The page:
- Greg Garber, Writer, Reporter
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THROGGS NECK, N.Y. -- Follow Long Island Sound to the south as it narrows along the coastline of the Bronx and meets the East River, to the 55-acre campus of the State University of New York's Maritime College, which sits, almost unnoticed, on a spectacular peninsula that splays out underneath the Throggs Neck Bridge.
It is a staggeringly beautiful fall evening, with enough wind gusts to send the Lasers of the school's sailing team bouncing through the whitecaps. The lights of the bridge are already visible, and to the southwest, you can see the graceful suspension cables of the Whitestone Bridge, planes gliding in and out of LaGuardia Airport, and the gold-tinged skyline of Manhattan, backlit by the sinking sun.
A few weeks ago at Reinhart Field, these aesthetics were an afterthought. The Privateers were going through the last full-contact practice before their ninth game of the season, led by coach Clayton Kendrick-Holmes, a study in kinetic energy and khaki cargo shorts. His two boys, Bo and Wills, 12 and 9, respectively, wrestled over a football in a vacant corner, and his wife, Johanna, watched the drills from behind a fence.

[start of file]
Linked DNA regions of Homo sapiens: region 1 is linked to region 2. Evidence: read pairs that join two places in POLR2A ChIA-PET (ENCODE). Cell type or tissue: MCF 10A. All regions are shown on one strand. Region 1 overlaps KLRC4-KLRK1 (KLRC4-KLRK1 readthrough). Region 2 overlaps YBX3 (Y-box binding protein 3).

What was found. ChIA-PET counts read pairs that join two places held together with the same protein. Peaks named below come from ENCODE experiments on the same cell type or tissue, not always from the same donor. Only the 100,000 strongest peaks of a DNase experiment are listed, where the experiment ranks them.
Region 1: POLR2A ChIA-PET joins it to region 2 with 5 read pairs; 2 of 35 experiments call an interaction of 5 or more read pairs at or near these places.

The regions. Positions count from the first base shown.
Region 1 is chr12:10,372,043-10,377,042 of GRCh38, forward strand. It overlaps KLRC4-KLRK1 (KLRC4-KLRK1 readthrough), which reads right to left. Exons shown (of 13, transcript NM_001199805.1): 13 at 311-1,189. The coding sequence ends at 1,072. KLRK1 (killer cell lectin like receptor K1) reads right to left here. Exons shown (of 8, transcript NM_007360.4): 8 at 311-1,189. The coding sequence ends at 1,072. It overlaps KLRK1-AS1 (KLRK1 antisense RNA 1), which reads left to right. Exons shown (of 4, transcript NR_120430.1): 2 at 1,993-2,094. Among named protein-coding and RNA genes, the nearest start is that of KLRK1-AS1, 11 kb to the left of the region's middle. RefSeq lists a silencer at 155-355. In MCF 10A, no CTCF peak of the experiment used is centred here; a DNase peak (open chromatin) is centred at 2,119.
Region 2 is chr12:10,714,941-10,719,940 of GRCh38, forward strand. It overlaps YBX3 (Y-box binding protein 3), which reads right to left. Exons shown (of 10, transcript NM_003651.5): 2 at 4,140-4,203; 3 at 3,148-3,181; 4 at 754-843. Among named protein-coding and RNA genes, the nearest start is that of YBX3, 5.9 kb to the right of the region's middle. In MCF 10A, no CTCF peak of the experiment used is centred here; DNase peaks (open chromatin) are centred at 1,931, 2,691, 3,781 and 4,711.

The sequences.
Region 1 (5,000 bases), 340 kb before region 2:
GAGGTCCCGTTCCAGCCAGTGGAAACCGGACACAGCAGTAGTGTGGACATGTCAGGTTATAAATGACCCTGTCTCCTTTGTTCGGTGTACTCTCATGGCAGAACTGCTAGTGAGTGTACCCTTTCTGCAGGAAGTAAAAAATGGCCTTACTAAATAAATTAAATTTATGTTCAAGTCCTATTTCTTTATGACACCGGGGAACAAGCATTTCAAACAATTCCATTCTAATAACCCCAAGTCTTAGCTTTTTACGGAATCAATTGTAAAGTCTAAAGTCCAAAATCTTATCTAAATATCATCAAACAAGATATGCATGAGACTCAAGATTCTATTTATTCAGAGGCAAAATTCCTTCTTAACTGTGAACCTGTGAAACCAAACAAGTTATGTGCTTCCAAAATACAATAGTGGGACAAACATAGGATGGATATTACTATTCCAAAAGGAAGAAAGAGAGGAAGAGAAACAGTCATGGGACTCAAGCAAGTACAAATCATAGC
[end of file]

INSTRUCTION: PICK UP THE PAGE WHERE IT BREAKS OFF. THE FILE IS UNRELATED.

The team was undefeated, an unprecedented event for a program that in 23 previous seasons had managed only one winning record, but a vague sense of disquiet hung over the field that night -- a gnawing anxiety that the magnificent chemistry that Kendrick-Holmes has worked so hard to create here was about to change forever.
For the coach, a graduate of the Naval Academy and a lieutenant commander in the Navy Reserve, soon will be deployed to Afghanistan for about a year. He's 40 now, and he'll be eligible for retirement in two years. As a volunteer, he easily could have taken himself out of harm's way a few years ago. But he didn't.